Since “All the fun’s in how you say a thing,”
As Robert Frost declared about his writing,
Then setting words to verse to make them sing
May prove more apt than prose and more delighting.

The point of verse is not to make a point
Or win an argument by reasoning
But rather play a game (and sometimes punt)
Watching your wit grow sharp with seasoning.

This game of making verse is infinite,
Not played with the intent of simply winning
Nor aimed to end so you might stop and sit,
Since verse once done is only then beginning,

For now it lives in minds and travels far,
Though for the poet it sets higher the bar.



I’m off my course, I’ve gone astray,
It’s time to get me squared away,
So four by four I’ll build my day,
Just as this verse will here display.



The highest urge of our intelligence
Is seeking meaning or else making sense.

The first supposes something’s to be found,
A purpose planted in our being’s ground
That grows into the knowing of each soul
Who searches for what makes it true and whole,
And thus one’s meaning is self-realized.

The other way assumes sense is devised:
That any meaning, purpose, destiny
We come to comprehend in what we see
Are self-determined functions of our wills,
Since we ourselves prescribe our goods and ills.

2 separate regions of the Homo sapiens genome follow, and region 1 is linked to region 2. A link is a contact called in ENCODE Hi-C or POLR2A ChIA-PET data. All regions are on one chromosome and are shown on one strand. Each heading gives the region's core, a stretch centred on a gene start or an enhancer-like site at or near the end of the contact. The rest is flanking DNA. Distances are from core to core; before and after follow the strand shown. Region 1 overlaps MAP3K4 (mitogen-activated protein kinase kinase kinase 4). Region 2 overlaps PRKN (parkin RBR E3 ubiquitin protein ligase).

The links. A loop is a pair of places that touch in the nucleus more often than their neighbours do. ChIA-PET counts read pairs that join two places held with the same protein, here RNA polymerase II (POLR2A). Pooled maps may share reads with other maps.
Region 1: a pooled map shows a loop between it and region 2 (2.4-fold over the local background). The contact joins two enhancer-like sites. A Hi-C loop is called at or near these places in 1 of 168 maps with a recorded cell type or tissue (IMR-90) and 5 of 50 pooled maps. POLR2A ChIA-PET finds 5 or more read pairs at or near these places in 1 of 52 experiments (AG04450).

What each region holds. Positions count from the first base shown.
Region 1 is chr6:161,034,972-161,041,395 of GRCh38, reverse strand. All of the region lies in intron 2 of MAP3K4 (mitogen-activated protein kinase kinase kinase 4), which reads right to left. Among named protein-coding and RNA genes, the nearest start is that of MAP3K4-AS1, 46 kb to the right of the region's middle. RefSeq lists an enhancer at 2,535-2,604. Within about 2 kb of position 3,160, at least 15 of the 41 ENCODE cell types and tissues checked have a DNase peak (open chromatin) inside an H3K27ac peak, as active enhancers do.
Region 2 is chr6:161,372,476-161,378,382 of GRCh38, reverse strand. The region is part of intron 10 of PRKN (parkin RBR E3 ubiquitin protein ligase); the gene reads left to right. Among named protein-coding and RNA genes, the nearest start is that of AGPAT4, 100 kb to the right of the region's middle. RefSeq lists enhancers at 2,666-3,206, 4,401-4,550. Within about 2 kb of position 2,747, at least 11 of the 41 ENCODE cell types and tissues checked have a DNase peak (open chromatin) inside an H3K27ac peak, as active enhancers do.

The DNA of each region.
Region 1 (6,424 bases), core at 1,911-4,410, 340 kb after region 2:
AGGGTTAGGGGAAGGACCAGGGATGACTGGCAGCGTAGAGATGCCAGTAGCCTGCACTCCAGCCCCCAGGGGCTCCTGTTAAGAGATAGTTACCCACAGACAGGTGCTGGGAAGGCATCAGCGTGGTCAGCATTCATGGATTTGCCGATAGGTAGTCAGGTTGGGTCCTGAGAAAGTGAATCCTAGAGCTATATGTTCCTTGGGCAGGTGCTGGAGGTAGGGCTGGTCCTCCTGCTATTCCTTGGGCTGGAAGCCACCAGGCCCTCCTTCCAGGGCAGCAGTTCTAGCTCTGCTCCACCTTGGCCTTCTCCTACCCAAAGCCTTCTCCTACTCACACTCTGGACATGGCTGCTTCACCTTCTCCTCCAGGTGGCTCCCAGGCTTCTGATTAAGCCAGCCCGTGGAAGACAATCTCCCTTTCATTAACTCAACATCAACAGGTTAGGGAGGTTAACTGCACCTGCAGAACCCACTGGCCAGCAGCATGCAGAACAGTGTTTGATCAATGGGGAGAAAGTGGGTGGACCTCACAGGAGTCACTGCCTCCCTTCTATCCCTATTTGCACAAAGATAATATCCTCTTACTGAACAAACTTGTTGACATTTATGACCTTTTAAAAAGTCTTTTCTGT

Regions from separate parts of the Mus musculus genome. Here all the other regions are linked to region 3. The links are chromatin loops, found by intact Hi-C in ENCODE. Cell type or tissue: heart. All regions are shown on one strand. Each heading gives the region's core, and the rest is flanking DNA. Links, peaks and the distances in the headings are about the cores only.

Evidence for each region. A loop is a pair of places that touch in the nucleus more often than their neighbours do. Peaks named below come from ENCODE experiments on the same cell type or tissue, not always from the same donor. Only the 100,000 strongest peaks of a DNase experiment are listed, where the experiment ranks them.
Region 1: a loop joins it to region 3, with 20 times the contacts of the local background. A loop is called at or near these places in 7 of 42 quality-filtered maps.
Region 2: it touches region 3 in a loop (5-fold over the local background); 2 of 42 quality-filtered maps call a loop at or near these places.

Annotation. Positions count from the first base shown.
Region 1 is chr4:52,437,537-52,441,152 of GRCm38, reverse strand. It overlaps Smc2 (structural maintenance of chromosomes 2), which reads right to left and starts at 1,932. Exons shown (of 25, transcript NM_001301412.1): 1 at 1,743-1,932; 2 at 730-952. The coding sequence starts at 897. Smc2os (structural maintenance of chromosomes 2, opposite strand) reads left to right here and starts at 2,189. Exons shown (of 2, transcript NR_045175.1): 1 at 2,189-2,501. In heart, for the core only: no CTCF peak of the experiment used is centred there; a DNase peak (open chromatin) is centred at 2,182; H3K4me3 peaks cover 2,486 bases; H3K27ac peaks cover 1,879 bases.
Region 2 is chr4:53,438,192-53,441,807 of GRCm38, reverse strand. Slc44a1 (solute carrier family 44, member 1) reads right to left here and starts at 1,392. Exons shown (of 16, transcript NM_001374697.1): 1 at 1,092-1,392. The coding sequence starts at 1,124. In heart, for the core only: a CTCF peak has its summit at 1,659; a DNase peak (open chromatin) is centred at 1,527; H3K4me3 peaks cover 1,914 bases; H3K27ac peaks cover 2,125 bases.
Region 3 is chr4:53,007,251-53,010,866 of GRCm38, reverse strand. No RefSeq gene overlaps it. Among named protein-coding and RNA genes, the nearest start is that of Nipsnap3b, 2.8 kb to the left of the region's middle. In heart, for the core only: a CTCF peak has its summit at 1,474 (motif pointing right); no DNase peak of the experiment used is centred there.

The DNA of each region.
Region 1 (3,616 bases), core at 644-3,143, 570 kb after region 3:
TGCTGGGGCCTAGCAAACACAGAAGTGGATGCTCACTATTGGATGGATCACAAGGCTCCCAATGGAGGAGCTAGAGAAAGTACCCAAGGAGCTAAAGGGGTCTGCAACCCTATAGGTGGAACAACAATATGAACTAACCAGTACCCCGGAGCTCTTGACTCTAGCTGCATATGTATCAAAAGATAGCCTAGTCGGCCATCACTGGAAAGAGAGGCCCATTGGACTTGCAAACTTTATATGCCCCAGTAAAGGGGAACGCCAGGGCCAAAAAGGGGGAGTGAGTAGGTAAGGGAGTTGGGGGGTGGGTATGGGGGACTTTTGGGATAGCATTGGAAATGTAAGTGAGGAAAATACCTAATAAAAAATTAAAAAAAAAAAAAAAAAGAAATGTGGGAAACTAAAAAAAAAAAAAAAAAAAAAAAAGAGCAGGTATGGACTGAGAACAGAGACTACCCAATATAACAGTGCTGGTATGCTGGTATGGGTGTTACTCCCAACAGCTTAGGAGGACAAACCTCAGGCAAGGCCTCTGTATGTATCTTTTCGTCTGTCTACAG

Here, now, at last, we look for resolution;
This couplet, though, won’t clear up our confusion.



When out of sorts, depressed or just annoyed,
Or facing something he’d as soon avoid,
He found relief whenever he employed
His wit with rhyme, a practice he enjoyed.

He found that when he played with sound and toyed
With random possibilities, it bouyed
His sagging spirits and relieved his cloyed
Distastes: a happier antidote than Freud.

Saturday, August 30, 2008


“And why are riches an embarrassment?”
The unabashed aristocrat protests;
“I take it as a sign that Heaven’s sent
My gorgeous wealth to feather all my nests
And serve as an incentive to the poor,
So once a month I let them take a tour.”



I cannot leave yet, for there’s more to do;
My mark of meaning in this world most grow
To something more remarkable and true
To my own essence, which has still to show.

For is that not the special human lot,
Endowed by our evolving consciousness,
To make increasing sense, our little jot
Of meaning toward the universe’s Yes?

To comprehend the wonder of our being